Beefcake, I’m not sure I understand your beef. I don’t see any contradiction. Time preferences, physical desires, entrepreneurial actions—non monetary things—can indeed affect how we spend money; they affect the monetary economy. If people choose to save more, they save money. If, instead, they have a high time preference, they will consume. If their money is directed at consumption, the rate of profit—as measured in money—will be higher. If they save, their money is directed towards capital goods production, and the rate of profit will be lower. The non-monetary economy is related to money. This is why, for example, money printed by the central bank physically distorts the production structure.
I first show how income statement profits derive in an economy where the quantity of money is static, and then I show the effects of printing money on the income statement rate of profit.
I did state early on that I am discussing profits in a wider sense. Specifically, I’m discussing how income statement profits (which are in money terms) come about. Those monetary profits change based on 1) people’s time preferences and the way their choice of consumption versus production, and 2) credit expansion.
Actually, I see where I might have confused you. You referred to this statement:
Perhaps I should have stated that it is what constitutes profits prior the effects of NEW money and credit BEING CREATED ARTIFICIALLY. I didn’t mean to state that I was first explaining “non-monetary” profits.
Does that clear it up?
I’m afraid it doesn’t.
“Time preferences, physical desires, entrepreneurial actions—non monetary things—can indeed affect how we spend money;”
Of course. They affect a great many actions.
” they affect the monetary economy. ”
Well, the “monetary economy” is precisely the institution by which factors of production are allocated to different endeavors, via (anticipated or expected) profit-and-loss calculations. Without such an institution, there can be NO such allocation. Speaking of the non-monetary economy and the monetary economy is a false dichotomy.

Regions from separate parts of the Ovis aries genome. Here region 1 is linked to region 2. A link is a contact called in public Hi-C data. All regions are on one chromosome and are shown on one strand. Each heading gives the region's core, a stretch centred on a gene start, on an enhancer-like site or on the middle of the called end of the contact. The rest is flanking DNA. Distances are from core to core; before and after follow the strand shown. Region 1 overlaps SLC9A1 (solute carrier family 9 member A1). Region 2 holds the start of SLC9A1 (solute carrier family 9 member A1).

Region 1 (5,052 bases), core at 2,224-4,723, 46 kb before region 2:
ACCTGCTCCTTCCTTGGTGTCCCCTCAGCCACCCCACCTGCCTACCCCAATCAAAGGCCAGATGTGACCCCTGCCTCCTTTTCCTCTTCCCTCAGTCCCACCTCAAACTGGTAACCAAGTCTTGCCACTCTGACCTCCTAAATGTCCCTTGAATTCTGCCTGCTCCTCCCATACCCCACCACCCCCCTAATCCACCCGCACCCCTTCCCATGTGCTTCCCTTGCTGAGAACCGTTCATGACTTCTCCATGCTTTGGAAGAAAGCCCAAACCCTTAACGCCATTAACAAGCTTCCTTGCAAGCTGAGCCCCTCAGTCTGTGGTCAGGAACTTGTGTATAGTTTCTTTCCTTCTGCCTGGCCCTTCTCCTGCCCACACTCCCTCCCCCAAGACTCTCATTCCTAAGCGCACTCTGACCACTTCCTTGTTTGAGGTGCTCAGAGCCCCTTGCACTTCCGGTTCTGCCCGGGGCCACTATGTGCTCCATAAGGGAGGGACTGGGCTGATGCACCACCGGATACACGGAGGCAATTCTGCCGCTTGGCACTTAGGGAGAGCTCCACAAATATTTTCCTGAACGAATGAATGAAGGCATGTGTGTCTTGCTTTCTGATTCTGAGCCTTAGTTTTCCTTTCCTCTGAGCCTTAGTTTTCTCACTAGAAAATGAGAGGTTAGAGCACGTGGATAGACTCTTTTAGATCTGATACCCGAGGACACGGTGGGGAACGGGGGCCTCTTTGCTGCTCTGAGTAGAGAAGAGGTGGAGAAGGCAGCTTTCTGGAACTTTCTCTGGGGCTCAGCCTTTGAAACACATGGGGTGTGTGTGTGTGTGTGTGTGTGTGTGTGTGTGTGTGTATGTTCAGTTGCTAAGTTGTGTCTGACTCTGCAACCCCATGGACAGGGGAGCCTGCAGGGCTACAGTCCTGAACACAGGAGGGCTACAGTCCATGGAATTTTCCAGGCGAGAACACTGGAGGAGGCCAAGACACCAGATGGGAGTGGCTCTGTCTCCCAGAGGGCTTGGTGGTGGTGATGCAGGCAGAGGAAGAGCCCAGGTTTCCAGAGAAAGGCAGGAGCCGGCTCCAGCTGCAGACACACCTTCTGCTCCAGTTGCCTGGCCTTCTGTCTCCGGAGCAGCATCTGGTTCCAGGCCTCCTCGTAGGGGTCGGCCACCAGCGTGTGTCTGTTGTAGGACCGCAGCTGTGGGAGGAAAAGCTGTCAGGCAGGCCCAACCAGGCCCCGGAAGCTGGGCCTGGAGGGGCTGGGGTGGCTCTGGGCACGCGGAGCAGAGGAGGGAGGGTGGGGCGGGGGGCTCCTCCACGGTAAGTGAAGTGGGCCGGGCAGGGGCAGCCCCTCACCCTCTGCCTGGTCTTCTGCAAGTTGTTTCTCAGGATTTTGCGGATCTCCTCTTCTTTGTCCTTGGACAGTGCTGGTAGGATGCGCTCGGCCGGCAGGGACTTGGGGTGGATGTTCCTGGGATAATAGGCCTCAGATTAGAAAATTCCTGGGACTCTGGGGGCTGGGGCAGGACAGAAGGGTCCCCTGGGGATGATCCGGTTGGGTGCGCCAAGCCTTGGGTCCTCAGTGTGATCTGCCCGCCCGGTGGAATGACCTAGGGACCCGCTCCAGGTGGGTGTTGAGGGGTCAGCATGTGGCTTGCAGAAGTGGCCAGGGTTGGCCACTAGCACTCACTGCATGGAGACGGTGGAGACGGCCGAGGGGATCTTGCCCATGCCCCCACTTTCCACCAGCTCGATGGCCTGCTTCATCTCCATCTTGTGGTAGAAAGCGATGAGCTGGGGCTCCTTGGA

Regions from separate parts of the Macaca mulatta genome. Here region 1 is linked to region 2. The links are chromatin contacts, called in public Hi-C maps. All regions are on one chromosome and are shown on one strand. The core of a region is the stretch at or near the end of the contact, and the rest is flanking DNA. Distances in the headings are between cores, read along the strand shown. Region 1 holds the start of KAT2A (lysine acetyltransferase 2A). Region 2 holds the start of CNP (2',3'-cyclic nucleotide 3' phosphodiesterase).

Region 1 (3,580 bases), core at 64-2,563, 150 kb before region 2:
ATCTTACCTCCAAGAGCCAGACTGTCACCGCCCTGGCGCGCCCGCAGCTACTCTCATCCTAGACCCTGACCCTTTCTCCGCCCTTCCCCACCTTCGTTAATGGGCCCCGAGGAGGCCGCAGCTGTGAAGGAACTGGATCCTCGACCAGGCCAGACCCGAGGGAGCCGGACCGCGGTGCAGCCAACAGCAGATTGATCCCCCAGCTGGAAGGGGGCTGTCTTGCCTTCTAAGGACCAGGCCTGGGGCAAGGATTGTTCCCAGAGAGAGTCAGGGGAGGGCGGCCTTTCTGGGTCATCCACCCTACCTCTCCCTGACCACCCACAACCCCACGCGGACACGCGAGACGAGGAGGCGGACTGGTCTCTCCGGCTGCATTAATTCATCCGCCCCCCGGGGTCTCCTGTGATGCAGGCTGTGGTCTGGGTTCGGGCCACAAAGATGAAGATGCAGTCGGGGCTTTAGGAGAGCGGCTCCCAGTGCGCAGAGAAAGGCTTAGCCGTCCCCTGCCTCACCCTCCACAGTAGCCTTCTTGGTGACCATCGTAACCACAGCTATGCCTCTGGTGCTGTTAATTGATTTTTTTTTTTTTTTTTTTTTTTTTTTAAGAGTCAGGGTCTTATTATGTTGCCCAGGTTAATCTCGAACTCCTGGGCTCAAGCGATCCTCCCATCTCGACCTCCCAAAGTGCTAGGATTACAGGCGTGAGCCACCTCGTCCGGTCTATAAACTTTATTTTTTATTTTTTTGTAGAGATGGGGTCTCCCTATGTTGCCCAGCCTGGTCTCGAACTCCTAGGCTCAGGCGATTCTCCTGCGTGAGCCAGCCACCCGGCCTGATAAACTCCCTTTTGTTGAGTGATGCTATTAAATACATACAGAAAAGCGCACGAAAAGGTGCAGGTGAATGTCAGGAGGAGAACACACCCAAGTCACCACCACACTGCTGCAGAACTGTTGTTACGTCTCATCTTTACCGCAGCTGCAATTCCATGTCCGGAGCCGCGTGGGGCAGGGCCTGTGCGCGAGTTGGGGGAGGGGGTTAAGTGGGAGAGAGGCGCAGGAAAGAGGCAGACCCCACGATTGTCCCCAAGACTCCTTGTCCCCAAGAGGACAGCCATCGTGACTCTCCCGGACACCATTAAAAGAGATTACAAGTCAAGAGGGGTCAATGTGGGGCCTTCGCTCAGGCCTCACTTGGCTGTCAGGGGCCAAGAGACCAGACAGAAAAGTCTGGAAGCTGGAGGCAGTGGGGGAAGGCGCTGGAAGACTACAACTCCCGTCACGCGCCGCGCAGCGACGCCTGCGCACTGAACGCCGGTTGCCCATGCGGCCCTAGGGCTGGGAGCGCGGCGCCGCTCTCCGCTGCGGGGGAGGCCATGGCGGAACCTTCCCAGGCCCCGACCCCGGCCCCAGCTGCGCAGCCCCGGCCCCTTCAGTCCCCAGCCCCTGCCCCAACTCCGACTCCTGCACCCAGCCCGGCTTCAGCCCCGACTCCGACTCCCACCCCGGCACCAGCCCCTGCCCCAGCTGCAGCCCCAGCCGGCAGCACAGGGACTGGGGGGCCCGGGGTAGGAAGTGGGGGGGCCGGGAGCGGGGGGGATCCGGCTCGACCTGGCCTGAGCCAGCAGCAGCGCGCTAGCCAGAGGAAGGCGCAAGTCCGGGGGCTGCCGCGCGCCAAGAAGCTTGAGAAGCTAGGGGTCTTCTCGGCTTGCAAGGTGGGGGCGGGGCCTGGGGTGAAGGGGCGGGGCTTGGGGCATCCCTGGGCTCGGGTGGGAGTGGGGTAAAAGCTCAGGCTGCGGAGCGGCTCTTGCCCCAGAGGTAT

“If people choose to save more, they save money. If, instead, they have a high time preference, they will consume. If their money is directed at consumption, the rate of profit—as measured in money—will be higher. If they save, their money is directed towards capital goods production, and the rate of profit will be lower. ”
Here you are equating changes in time preference (the preference for present vs future goods) with changes in money expenditures. A change in time preference can manifest itself in a particular money expenditure, but it’s not the same thing.
“The non-monetary economy is related to money. This is why, for example, money printed by the central bank physically distorts the production structure.”
I’m not sure what you mean by “physical” here. Presumably you mean that central bank action results in factors of production being allocated into different endeavors than they otherwise would (although characteriziing such reallocation as a “distortion” is a question-begging feature of conventional ABCT). True, but ANY change in conditions (eg, a change in expenditures from ice cream to beer) results in a change of the structure of production. Again, though, this happens through profit-and-loss calculations. There is only ONE economy. And it is only in a money-using economy (as opposed to a barter economy) that it is possible for a structure of production to exist (the socialist calculation argument).